There are artists—they exist in all media, but most obviously in those that involve performance and duration—that heighten our awareness to the passage of time to the point where the veneer of civilized time/idiot time/drudgery-time/channel-surfing time falls away completely and you feel your own organs at work, the thoughts of those around you, and the breath of every leaf on every tree. The Serbian, New York-based performance artist Marina Abramović holds a place on that list of artists, which might include Andrei Tarkovsky, Hiroshi Sugimoto and Jorge Luis Borges. But those artists work in cinema, photography and literature respectively. Abramović is a performance artist, and Marina Abramović: The Artist is Present, Matthew Akers’ documentary on Abramović’s recent MoMA Retrospective (in which she hired 30 young artists to re-perform her earlier work) and new work of the same name, is partly about legitimizing performance as a serious form. It isn’t theatre, it isn’t sculpture (though one could argue that it’s kinda both) and there’s nothing you can buy; it’s people doing stuff, stuff that at a glance might seem absurd, silly, self-absorbed or merely provocative. But, in the case of Abramović’s work, a glance won’t suffice. You need to be present, to pass time. (What else did you come for?) Or you can watch Akers’ film, which, made very much from the inside of the work, very unapologetically from the inside of Abramović’s carefully cultivated mythology, goes a long way toward getting a sense of being there.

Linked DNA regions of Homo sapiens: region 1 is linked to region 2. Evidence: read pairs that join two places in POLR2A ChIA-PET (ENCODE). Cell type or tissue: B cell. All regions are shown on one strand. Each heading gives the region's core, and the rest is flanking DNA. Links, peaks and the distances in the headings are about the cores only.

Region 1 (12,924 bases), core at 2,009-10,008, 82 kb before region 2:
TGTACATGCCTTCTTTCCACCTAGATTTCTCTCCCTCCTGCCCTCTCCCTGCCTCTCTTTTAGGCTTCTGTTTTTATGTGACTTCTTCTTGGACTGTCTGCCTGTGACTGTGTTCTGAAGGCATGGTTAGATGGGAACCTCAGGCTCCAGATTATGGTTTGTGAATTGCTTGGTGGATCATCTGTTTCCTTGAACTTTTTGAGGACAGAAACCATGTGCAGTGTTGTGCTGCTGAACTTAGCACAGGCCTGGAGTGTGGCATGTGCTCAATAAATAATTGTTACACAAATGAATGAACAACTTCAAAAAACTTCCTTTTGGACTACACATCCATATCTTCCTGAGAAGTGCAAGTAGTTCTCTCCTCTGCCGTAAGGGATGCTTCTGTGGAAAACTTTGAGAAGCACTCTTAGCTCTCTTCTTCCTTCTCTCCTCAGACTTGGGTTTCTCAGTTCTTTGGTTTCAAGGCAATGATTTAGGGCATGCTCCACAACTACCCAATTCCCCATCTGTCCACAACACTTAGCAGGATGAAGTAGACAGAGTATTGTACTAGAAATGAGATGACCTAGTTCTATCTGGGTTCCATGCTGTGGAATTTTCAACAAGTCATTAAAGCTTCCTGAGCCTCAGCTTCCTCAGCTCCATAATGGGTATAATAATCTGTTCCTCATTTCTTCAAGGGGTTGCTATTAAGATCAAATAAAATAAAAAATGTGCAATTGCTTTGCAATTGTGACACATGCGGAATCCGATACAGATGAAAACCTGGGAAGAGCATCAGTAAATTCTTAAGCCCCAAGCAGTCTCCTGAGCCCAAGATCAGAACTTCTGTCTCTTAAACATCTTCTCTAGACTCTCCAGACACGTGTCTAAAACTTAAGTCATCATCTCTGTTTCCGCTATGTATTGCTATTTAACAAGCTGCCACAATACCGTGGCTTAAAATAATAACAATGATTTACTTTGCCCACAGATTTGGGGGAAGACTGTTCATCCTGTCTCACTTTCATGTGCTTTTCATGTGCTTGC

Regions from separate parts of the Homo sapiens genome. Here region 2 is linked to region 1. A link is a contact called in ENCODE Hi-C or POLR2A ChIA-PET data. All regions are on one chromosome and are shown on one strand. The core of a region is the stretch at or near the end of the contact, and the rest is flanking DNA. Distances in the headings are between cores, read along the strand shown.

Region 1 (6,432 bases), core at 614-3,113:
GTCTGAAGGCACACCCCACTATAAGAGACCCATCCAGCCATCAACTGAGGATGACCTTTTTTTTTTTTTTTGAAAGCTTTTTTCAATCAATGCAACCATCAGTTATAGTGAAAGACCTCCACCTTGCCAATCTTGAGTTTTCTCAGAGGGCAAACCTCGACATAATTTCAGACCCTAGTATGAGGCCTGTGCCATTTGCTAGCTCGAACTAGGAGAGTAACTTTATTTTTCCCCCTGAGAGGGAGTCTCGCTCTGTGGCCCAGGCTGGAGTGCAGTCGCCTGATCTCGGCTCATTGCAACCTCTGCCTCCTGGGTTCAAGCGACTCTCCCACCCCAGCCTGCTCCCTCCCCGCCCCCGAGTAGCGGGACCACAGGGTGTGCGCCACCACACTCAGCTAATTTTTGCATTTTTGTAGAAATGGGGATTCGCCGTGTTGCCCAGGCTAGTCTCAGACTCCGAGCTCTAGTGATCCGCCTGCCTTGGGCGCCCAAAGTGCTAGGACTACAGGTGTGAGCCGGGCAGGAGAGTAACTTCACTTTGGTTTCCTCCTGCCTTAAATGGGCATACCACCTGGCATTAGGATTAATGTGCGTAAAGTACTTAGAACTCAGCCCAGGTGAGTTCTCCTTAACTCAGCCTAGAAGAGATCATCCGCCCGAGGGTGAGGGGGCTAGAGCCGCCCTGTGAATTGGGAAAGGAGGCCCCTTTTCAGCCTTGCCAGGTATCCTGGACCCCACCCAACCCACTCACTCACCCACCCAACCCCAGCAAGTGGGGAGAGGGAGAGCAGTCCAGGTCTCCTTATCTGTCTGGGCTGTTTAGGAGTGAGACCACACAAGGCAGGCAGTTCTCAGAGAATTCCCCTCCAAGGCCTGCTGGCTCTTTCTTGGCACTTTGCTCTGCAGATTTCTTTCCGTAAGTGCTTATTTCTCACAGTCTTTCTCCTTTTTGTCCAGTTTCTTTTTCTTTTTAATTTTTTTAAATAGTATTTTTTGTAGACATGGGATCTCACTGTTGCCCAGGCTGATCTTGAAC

From Relation in Space, 1976
After spending much of her career working and living in a marginal sort of way (the retrospective includes the van that she lived in for years with her former partner and collaborator Ulay, with whom she performed a piece entitled Lovers, in which she and he walked the entire Great Wall of China so to meet in the middle—and then broke up!), Abramović reached a point where legitimacy became important. “I’m 63,” she says early in the film, “I don’t want to be alternative anymore.” I think she got her wish.
From The Artist is Present, 2010
During the 700 hours she spent sitting in a chair staring at people in MoMA’s atrium in 2010 (she sat, without ever getting up, every hour that the museum was open for three months, her body a mountain, her face a porous wall radiating emotion, agony and rapt interest), an estimated 750,000 visitors sat with her. What is some ways could be read as a self-portrait or an aestheticized stunt (so much of Abramović’s work has pushed the limits of, and brutally punished, her body) actually functions as a mirror—The Artist is Present is about the audience. They are half the piece, the key to its revolving symbiosis. And it is, or was, or seems to be as captured in this film, an overwhelmingly moving experience. Art can be this: presence, an invitation, a reflection, a way of being still, of feeling your entire life happen all at once, of sensing everything (as in Borges’ ‘The Aleph’), there, in a public space, with people watching, as this crazy, courageous, hungry, radiantly charismatic woman sits before you and lets it all be.